The Prime Minister is planning to divert more than £1bn from existing energy efficiency and clean heat programs to create a new scheme focused on insulating the homes of poorer households, according to reports.
The Times reported this morning that Boris Johnson has told Ministers to draw up plans to fund an expanded program to improve the energy efficiency of fuel poor households by slashing the budget of the £1bn Public Sector Decarbonisation Scheme, which focuses on making schools, hospitals, and other public buildings more energy efficient, and the £450m Boiler Upgrade Scheme, which launched last month and provides grants for households switching to heat pumps.
The plans have been widely slammed by environmental campaigners and opposition politicians, who have argued skimming funds from existing schemes was counterproductive, shortsighted, and amounted to ‘robbing Peter to pay Paul’.
Under the mooted plans, funds recouped from the Public Sector Decarbonisation Scheme and Boiler Upgrade Scheme would be reallocated to a new program potentially dubbed the ‘Great British Insulation Scheme’, which could also benefit from an enhanced Energy Company Obligation (ECO) levy on energy bills.
Campaigners were quick to slam the proposals to slash the budget of existing efficiency programmes, arguing that fresh long-term funding was needed to ensure millions of households were not plunged into fuel poverty this winter as a result of leaky homes and soaring energy prices.
Greenpeace UK oil and gas campaigner Georgia Whitaker said it was a “relief” the government had heeded widespread calls for an expanded nationwide energy efficiency programme. But she warned any plans to fund such a program with funds allocated to existing efficiency and heat pump programs made little sense.
“Diverting the cash from greening schools and hospitals, leaving and patients pupils to suffer from cold and draughty buildings, or from getting households off gas and onto clean heating, would be counterproductive,” she said. “There’s a simple way to raise this money and that’s to permanently raise the tax rate on the profits of fossil fuel giants that are making billions off the multiple crises the world is currently facing, not a levy that looks like more tax breaks than taxes.” “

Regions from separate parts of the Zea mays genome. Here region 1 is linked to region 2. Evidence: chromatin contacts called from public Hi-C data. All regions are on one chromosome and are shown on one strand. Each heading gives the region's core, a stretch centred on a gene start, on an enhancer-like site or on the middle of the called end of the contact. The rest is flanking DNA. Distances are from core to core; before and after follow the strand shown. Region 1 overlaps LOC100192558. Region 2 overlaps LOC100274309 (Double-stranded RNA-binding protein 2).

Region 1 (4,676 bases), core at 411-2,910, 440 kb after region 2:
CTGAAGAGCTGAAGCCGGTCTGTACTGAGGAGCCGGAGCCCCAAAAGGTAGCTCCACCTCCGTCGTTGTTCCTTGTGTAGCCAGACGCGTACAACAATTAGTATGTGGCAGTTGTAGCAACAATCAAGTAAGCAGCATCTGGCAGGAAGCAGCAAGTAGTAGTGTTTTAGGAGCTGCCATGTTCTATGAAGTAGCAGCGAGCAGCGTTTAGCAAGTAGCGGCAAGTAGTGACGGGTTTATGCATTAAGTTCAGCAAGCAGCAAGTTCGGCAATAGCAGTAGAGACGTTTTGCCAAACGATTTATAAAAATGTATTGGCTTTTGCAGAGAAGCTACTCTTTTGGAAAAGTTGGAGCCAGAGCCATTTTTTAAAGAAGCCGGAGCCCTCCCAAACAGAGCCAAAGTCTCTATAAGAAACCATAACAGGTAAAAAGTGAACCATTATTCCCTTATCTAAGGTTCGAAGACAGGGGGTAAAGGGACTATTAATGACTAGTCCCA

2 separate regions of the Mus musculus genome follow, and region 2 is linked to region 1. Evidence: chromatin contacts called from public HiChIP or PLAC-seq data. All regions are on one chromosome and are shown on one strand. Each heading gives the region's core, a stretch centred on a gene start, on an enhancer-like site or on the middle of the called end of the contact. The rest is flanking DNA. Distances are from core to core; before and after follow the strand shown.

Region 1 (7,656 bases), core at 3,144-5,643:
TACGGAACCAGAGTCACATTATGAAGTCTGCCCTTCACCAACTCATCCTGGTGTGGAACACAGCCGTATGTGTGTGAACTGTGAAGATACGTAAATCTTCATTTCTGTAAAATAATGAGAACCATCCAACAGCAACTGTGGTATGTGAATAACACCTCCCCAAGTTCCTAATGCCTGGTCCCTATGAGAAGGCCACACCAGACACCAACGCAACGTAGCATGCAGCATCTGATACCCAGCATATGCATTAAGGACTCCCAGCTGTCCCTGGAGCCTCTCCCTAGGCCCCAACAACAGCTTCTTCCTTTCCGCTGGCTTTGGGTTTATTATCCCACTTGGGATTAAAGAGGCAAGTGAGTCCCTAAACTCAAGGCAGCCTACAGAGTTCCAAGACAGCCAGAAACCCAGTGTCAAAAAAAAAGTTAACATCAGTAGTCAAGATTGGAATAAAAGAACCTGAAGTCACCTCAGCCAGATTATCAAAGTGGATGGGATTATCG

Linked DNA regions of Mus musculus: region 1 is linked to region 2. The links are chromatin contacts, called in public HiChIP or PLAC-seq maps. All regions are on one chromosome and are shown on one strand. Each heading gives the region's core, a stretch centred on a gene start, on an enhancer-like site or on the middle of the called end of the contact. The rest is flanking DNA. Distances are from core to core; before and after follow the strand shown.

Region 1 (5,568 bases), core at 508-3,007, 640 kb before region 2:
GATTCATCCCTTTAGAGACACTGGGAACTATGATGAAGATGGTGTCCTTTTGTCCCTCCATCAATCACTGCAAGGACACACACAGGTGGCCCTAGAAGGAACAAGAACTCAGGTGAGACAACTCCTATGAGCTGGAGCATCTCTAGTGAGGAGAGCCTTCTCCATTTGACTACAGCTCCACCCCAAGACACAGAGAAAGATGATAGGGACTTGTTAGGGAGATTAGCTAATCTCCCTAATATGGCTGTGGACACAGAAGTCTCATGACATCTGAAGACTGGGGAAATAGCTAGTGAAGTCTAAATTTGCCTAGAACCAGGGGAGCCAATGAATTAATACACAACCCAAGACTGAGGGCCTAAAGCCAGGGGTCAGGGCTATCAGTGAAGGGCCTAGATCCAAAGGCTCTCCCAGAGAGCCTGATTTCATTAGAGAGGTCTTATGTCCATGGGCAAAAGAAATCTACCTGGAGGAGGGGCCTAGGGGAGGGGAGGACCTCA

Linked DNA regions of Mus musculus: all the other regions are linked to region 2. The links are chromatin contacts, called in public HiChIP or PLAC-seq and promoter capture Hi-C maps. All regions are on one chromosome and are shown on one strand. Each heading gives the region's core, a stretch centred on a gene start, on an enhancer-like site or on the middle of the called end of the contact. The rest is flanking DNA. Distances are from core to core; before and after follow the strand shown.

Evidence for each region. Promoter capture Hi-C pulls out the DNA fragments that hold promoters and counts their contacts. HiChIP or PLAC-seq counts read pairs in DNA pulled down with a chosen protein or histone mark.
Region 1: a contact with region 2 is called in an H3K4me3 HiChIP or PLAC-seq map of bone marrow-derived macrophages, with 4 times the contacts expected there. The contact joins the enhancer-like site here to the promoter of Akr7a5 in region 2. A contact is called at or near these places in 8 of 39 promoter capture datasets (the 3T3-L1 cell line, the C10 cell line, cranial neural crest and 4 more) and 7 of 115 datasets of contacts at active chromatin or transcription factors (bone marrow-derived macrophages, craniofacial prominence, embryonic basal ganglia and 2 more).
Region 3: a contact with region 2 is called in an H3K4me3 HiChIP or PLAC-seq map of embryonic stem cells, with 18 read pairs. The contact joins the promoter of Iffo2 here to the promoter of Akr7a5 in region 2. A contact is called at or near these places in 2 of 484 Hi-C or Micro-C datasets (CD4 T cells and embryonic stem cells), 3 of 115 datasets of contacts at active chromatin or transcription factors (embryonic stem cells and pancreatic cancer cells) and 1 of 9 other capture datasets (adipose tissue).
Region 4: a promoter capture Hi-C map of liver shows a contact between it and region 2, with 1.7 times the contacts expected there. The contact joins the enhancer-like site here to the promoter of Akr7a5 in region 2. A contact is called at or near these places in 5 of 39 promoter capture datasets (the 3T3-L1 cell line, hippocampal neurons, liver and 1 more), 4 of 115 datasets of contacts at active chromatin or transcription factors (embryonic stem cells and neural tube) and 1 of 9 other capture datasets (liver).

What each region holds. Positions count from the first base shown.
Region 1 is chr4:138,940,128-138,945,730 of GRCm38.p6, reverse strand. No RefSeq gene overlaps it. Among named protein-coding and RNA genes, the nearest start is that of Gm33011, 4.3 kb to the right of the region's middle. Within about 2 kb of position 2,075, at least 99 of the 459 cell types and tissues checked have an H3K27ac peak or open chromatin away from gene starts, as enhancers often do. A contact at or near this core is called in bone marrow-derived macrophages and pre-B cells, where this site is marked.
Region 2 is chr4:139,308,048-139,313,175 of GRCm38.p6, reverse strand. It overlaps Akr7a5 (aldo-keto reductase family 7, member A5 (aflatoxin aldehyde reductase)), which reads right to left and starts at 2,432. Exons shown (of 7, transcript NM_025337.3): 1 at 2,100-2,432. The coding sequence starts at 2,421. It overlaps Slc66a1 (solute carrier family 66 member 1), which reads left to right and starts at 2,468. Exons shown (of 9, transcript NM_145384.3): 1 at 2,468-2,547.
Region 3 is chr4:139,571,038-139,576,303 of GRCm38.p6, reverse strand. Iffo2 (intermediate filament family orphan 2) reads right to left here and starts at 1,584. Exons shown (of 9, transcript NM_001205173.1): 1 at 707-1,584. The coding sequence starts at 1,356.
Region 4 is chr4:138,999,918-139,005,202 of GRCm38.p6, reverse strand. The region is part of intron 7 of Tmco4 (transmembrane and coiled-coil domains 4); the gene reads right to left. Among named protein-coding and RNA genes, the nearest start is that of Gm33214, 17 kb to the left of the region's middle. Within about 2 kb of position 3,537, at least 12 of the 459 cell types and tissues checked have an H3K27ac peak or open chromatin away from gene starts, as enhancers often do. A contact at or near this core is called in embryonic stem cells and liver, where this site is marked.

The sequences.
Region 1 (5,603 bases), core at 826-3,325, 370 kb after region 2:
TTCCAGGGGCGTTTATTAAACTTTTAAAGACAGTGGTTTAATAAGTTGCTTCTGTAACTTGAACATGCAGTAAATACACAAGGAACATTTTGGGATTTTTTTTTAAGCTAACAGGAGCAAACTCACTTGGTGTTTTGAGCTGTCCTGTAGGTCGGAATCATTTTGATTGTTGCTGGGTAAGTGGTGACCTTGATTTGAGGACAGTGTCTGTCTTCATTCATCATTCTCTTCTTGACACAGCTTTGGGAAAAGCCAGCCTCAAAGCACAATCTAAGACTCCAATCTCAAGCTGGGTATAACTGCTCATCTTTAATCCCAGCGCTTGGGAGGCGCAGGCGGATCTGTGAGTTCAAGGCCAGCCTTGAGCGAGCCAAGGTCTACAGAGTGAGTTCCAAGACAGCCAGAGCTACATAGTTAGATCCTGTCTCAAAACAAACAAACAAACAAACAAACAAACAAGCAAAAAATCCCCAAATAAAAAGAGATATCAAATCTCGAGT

Juliet Phillips, a campaigner at environmental think tank E3G, similarly warned that genuinely new funding was needed to support a major national insulation drive. “While E3G supports expanding ECO, this must be covered by new funding – not skimming money from other schemes,” she wrote on Twitter. “Schools & hospitals are facing sky high energy bills + desperately need energy saving measures. Robbing Peter to pay Paul is not the solution.”
And Darren Jones MP, chair of the Business, Energy and Industrial Strategy Committee of MPs wrote on Twitter: “It’s good the government has finally realised we need to insulate our homes, but taking the money from the heat pump voucher and public sector decarbonisation schemes is shortsighted. Just do it properly!”
Some in government have questioned the practicalities of funding the new scheme in part by extending the existing the government’s ECO scheme, the Times noted, with some officials noting that there was insufficient time to change the program ahead of this winter.
The scheme, which uses levies on energy bills to fund energy efficiency home improvements, has played a major role in driving efficiency improvements in homes since its launch in 2013, with government estimating it as reduced household gas demand by 20 per cent in 2.4 million homes .
But the government is yet to formally announce the launch of the next phase of the scheme, known as ECO 4, which is set to run between 2022 to 2026, despite the last iteration of the scheme running out at the end of March.
In an interview with BusinessGreen Last week, Energy Minister Lord Callanan insisted the scheme was underway, delays in putting its underlying legislation to parliament. “There’s a slight delay in the publication of the statutory instruments implemented but essentially ECO 4 is already being delivered,” he said.
However, there has been growing fears that the government’s refusal to formally announce the scheme is a sign that its budget is still in contention.
The Times reported the proposed ‘Great British Insulation Scheme’ would be focused on improving insulation in poorer households hardest hit by rising fuel bills, but noted it might be expanded to support middle-income households if people were willing to make a contribution.
One official reportedly suggested calling the scheme “Insulate Britain”, but the proposal was rejected when someone pointed out that it was the same name as the environmental campaign group whose road-blocking tactics government ministers have repeatedly criticized.